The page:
Lotus couldn’t have picked a worse time to launch a front-wheel-drive sports car. Here was a company famous for producing some of the world’s finest rear-driven sports cars, trying to convince us that we needed a front-driven Lotus. Worse still, it arrived at the same time as the Mazda MX-5. Oh dear. The Elan M100 was a financial disaster for the company, but it’s an affordable way into the Lotus experience. All versions were powered by an Isuzu-Lotus 1.6-litre engine, which was turbocharged in the SE model. Later models were built under Bugatti ownership – and there are even a few Kia versions in the UK.

Peugeot 205 GTI

Is this the world’s best hot hatch? You may have noticed that the best examples of the Peugeot 205 GTI command serious money, but sub-£10,000 cars still exist. Find a good one, and while a return on investment is far from guaranteed, you’re unlikely to lose too much cash. Some argue that the 1.6-litre version represents the 205 GTI at its purest best, but the 1.9 gets the best out of the 205’s fantastic chassis. Beware of poorly repaired and thrashed examples – many 205 GTIs were driven to within an inch of their lives.

Porsche Boxster

Porsche Boxster prices start from £5,000, which is an insanely low price for a sports car as accomplished as this. Launched in 1996, the Boxster (986) rewrote the rulebook for how a sports car should feel, boasting an impressive blend of ride, handling, performance and quality. Along with the Cayenne SUV, the Boxster effectively saved the company and enabled the continuation of 911 production. Power was sourced by an air-cooled 2.5-litre flat-six engine, but this grew to 2.7 litres in 1999. The formidable 3.2-litre Boxster S arrived in the same year.

Saab 900 Turbo

It’s hard to believe that the Saab 900 was essentially a development of the 99, a car with its roots in the 1960s. This ancestry led to a few packaging and handling issues, but the 900 Turbo remains one of the most iconic cars of the 1980s. Launched in 1979, the turbocharged 900 was an expensive and slightly eccentric alternative to the crop of executive saloons and hatches. Excellent build quality, smooth performance and quirky styling are the hallmarks of this Swedish gem. Sales continued until 1993, when the end of production was marked by the Ruby special edition.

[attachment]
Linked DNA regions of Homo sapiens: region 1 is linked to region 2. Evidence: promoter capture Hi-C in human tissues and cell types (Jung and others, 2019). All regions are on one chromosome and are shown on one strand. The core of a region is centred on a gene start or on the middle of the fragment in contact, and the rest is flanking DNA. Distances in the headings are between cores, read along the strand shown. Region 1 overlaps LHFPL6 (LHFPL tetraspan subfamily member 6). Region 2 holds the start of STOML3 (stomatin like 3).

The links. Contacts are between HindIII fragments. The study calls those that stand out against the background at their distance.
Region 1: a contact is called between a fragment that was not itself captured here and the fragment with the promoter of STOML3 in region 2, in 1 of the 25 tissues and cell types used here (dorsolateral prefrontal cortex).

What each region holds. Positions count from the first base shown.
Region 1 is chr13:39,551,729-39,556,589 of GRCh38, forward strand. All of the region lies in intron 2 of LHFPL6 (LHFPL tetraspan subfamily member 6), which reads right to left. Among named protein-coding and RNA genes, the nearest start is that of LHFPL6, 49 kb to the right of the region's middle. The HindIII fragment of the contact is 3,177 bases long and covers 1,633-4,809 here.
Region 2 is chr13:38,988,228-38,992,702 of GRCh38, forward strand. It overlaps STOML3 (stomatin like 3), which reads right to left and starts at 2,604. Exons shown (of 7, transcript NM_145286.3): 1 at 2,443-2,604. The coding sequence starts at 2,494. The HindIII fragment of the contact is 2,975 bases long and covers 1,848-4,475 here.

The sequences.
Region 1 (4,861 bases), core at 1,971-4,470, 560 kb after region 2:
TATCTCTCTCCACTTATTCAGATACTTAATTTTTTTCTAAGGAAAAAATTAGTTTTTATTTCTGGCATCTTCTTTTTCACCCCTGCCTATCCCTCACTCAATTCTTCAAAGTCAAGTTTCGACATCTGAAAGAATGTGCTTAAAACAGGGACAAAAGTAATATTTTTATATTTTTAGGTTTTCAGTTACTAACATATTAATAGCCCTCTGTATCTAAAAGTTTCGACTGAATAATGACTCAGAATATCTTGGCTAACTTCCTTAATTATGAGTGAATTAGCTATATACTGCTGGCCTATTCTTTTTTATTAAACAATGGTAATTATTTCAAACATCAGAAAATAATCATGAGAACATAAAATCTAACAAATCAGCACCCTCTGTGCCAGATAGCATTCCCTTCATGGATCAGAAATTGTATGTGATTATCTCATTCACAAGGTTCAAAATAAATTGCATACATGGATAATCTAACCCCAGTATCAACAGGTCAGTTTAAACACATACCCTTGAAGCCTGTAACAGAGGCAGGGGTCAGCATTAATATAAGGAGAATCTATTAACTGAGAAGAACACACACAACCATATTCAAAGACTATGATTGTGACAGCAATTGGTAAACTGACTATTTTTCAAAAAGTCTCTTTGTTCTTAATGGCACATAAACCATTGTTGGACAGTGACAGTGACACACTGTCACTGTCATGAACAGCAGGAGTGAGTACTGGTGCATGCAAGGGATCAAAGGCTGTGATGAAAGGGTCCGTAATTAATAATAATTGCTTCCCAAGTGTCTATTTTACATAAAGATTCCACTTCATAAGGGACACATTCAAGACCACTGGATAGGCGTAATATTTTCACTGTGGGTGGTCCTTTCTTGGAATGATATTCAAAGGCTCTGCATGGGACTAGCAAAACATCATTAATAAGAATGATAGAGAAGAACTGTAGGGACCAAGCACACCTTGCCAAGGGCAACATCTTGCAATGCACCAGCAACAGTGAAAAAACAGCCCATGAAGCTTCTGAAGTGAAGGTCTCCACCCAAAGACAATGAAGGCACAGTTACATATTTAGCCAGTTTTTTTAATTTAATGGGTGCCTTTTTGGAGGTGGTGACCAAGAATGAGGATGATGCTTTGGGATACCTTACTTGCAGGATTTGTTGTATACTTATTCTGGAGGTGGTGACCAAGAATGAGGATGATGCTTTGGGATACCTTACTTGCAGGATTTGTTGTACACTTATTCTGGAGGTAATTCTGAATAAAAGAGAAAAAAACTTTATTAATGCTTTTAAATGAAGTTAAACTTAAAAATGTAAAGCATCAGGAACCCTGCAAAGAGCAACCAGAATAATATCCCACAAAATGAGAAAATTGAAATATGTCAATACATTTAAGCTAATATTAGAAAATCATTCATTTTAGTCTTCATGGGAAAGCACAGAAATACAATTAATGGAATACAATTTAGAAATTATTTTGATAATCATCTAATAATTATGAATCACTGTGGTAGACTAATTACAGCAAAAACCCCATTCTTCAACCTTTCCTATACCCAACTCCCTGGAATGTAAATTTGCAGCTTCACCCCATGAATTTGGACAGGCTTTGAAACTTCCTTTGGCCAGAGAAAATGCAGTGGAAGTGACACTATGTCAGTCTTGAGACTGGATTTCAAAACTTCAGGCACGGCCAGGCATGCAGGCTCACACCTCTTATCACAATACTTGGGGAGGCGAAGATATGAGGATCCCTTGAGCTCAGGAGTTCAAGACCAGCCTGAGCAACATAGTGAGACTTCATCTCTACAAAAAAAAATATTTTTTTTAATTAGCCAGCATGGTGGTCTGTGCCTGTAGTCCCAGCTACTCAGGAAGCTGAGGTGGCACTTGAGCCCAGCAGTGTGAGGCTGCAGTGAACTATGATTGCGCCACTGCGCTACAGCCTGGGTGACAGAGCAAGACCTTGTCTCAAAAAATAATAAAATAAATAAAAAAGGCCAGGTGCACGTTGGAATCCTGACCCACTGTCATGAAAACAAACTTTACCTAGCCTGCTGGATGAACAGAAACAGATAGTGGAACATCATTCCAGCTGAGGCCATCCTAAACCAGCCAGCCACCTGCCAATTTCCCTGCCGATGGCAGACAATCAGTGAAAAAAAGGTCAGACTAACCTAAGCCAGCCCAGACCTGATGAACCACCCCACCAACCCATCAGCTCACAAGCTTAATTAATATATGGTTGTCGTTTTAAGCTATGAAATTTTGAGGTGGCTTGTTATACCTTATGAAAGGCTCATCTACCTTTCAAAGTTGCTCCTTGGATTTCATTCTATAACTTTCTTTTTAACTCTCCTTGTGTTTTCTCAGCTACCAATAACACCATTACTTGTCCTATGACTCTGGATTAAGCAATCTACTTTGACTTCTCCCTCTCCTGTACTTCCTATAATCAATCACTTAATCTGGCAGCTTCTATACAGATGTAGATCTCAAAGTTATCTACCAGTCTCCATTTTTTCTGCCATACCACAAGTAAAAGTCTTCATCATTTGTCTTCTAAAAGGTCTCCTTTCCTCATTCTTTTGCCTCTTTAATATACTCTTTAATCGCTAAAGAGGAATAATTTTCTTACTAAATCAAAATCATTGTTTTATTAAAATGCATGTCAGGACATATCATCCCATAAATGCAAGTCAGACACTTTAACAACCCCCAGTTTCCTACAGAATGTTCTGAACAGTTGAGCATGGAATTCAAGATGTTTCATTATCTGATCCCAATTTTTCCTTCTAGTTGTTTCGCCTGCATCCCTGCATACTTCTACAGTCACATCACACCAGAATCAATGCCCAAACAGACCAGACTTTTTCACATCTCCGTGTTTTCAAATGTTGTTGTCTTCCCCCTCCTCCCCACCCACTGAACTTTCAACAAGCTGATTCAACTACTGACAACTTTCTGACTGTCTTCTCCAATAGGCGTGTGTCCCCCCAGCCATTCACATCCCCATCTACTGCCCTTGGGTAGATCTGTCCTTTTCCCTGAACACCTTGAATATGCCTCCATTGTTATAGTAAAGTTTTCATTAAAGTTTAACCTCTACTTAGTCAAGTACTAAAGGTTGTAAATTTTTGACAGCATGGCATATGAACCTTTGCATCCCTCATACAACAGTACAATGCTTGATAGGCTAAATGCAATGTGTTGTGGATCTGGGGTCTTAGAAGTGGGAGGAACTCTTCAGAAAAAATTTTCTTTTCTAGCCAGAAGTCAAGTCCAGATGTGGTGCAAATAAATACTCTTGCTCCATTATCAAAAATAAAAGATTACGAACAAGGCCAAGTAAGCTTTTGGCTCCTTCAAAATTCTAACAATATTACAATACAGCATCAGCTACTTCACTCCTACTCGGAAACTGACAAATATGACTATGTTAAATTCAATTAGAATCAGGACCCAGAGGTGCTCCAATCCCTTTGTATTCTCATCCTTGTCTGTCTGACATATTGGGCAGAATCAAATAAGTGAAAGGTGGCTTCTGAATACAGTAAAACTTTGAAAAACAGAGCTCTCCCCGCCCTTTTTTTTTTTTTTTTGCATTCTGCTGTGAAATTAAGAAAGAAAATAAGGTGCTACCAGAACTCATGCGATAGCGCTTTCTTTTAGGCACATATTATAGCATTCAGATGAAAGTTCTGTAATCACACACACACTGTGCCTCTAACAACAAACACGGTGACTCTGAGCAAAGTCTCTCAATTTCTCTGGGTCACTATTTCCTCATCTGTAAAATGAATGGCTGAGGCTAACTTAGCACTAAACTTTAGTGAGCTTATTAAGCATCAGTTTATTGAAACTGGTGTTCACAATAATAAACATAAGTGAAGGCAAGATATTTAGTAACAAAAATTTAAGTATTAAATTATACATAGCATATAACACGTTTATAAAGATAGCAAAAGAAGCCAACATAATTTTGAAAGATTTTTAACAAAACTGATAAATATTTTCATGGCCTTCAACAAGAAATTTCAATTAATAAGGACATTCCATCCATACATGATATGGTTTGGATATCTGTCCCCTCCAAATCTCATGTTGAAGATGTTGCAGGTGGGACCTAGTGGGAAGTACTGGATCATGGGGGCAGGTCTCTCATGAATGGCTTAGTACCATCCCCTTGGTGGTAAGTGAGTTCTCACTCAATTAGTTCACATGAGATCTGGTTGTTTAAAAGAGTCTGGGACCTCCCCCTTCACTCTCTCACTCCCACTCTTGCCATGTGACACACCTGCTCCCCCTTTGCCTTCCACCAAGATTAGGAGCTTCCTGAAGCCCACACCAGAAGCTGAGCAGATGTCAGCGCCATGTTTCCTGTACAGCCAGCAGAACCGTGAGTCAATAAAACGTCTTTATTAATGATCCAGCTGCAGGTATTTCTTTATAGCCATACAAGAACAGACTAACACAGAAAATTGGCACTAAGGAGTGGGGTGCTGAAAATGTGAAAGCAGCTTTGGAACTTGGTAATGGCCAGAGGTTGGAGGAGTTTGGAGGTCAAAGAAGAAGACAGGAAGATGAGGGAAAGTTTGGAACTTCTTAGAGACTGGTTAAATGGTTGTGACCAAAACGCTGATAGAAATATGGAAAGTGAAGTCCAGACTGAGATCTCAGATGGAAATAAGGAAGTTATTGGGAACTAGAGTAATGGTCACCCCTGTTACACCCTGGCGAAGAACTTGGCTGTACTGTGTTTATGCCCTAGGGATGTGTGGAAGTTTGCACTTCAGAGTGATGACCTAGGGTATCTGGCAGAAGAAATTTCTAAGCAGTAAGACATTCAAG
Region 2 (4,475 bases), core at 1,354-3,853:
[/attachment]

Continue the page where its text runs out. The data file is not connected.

Triumph Dolomite Sprint

Meet one of the finest performance saloons of the 1970s. The Triumph Dolomite Sprint was the first mass-produced car to feature a 16-valve engine, in this case a 2.0-litre twin-carb unit capable of propelling the ‘Dolly’ to 60mph in around nine seconds. Triumph called it ‘the fastest four-door saloon under £2,250’, and most road testers agreed that it represented exceptional value for money. It’s a rare example of a car from the 1970s that Britain can be genuinely proud of. Indeed, it’s good enough to rival anything BMW, Lancia or Alfa Romeo could throw at it.

Which is the best classic sports car under £10,000?

This is a tough one to answer, but the MGB is the most obvious choice. It’s the archetypal classic British roadster, with superb handling and a rorty exhaust note. There’s a good support network with most parts still available. For similar vibes, try an original Mazda MX-5, which feels like a British sports car with fewer of the issues. An early Porsche Boxster is probably the best all-rounder – prices start from around £5,000.

Can I get specialist insurance for my classic car?

A classic car policy is the best way to insure your older car. Most companies will insure any car over the age of 25, but some will accept cars on the 20th anniversary of their registration. You might have to reach a certain age yourself to get classic car insurance, but you’ll almost certainly require access to another car for daily use. Look out for policies with an agreed valuation included within the annual premium.

How do I value a classic car?

There are many price guides available on the internet and in classic car magazines, so use these as a starting point. It’s also worth looking at the results of classic car auctions, because these will give you an idea of a car’s value. Adjust the value of your own classic according to its condition, mileage and history. Remember, the price you see at a dealer will include a margin, so it might not represent the car’s true market value.